Marijuana can cause many harmful effects. There ha

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Marijuana can cause many harmful effects. There has never been a major test though. The ones they’ve used have shown very different things. I have been very surprised by what I have been reading. I cannot believe the difference in what different scientists think.

One says, "It's hard to know for sure whether regular marijuana use causes cancer. But it is known that marijuana contains some of the same and sometimes even more, of the cancer-causing chemicals found in tobacco smoke. Studies show that someone who smokes five joints per week may be taking in as many cancer-causing chemicals as someone who smokes a full pack of cigarettes every day." While in certain places it is legally perscribed to people with many different types of cancer.

The New scientist says, "A FRENCH government study has heaped fuel on the debate over the safety of cannabis by listing it as the least dangerous of all potentially addictive drugs. It also concludes that alcohol is among the most dangerous.

The study, commissioned by French health minister Bernard Kouchner, was carried out by a panel of 10 French and foreign scientists headed by Bernard-Pierre Roques of the René Descartes University of Paris. The panel searched the scientific literature for information about psychological and physical dependence, neural and general toxicity and social hazards such as aggressive behavior caused by various legal and illegal drugs. The team then grouped the substances into three categories of dangerousness. Cannabis was the only drug put in the least dangerous category. While cautioning that no drug they assessed was "completely free of danger", the researchers gave cannabis a rating of "weak" for social hazard and addictiveness, "very weak" for general toxicity and zero for neurotoxicity. In the most dangerous category, they included heroin and other opiates, and cocaine. Alcohol was also placed in this category because of its strong toxicity, its potential as a social hazard and its "very strong" addictiveness. In the middle category they placed stimulants such as amphetamines, hallucinogens and tobacco--largely because of its "very strong" addictiveness and toxicity. The authors point out that government’s base their decisions whether or not to prohibit a drug on its ability to induce dependence. They conclude that the official classification for some drugs is incorrect." These are two very different sides.

Yet another online site says, "Health officials in Geneva have suppressed the publication of a politically sensitive analysis that confirms what ageing hippies have known for decades: cannabis is safer than alcohol or tobacco.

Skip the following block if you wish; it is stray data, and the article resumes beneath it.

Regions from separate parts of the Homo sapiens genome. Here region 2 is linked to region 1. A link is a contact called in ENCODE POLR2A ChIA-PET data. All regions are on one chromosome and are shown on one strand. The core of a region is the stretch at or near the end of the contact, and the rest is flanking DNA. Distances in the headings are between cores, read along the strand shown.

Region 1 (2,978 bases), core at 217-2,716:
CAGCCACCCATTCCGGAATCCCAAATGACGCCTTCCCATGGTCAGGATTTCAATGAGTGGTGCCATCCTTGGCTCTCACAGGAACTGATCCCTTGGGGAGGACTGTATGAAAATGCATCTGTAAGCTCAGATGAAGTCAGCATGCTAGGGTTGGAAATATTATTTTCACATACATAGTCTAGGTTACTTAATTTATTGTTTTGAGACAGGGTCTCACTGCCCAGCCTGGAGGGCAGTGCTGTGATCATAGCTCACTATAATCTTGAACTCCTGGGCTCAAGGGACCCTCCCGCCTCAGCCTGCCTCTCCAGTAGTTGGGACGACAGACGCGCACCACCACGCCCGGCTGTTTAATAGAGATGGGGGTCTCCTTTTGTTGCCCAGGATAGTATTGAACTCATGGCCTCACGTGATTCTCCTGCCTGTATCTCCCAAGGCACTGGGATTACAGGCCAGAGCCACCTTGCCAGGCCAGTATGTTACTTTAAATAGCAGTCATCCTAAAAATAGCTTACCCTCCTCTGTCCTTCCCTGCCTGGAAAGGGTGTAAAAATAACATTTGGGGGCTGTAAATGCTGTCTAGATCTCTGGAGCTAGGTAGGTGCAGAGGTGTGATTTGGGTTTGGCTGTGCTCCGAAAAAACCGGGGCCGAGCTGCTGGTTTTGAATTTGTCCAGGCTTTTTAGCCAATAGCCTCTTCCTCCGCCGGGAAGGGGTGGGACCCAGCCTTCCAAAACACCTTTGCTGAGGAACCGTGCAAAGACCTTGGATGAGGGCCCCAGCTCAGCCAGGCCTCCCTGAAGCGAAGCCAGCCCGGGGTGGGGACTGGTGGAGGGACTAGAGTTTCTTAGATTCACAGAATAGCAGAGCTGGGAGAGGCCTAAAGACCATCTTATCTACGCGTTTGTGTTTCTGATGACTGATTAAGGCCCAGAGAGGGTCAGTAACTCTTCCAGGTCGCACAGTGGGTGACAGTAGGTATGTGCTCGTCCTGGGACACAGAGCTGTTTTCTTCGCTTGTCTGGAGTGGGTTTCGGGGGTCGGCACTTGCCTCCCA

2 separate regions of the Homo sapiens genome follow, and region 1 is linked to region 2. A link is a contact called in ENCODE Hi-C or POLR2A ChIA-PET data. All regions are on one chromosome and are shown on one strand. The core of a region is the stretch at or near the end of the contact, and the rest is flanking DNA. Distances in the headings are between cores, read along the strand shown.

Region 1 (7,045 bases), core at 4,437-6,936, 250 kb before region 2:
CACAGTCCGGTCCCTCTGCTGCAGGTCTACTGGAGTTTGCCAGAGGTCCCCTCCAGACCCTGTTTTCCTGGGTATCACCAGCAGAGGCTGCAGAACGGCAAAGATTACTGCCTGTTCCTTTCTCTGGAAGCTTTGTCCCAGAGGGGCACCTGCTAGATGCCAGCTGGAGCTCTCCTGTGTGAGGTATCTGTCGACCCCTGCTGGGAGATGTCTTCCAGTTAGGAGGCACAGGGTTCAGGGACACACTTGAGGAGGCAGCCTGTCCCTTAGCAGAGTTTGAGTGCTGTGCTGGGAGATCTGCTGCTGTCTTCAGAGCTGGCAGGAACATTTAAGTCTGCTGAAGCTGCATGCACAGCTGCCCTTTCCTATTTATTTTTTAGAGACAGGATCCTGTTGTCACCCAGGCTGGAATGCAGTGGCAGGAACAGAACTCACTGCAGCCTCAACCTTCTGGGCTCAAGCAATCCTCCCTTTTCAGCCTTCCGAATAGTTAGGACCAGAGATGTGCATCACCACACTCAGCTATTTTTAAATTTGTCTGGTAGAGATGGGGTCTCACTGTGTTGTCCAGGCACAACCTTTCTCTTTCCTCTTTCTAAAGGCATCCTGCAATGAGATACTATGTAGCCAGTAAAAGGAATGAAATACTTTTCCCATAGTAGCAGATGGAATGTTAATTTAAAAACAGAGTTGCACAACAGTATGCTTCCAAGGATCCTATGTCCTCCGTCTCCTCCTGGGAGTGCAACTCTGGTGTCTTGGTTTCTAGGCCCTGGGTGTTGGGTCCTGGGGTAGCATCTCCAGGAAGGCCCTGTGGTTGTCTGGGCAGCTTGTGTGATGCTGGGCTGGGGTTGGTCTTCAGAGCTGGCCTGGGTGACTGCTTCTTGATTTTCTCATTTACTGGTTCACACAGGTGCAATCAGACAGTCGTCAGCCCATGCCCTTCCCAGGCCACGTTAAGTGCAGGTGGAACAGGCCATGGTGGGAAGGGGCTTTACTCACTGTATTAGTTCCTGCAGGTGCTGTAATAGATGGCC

According to a document leaked to New Scientist, the analysis concludes not only that the amount of dope smoked worldwide does less harm to public health than drink and cigarettes, but that the same is likely to hold true even if people consumed dope on the same scale as these legal substances.

The comparison was due to appear in a report on the harmful effects of cannabis published last December by the WHO. But it was ditched at the last minute following a long and intense dispute between WHO officials, the cannabis experts who drafted the report and a group of external advisers.

As the WHO's first report on cannabis for 15 years, the document had been eagerly awaited by doctors and specialists in drug abuse. The official explanation for excluding the comparison of dope with legal substances is that "the reliability and public health significance of such comparisons are doubtful". However, insiders say the comparison was scientifically sound and that the WHO caved in to political pressure. It is understood that advisers from the US National Institute on Drug Abuse and the UN International Drug Control Programme warned the WHO that it would play into the hands of groups campaigning to legalise marijuana.

One member of the expert panel which drafted the report, says: "In the eyes of some, any such comparison is tantamount to an argument for marijuana legalisation." Another member, Billy Martin of the Medical College of Virginia in Richmond, says that some WHO officials "went nuts" when they saw the draft report.

The leaked version of the excluded section states that the reason for making the comparisons was "not to promote one drug over another but rather to minimise the double standards that have operated in appraising the health effects

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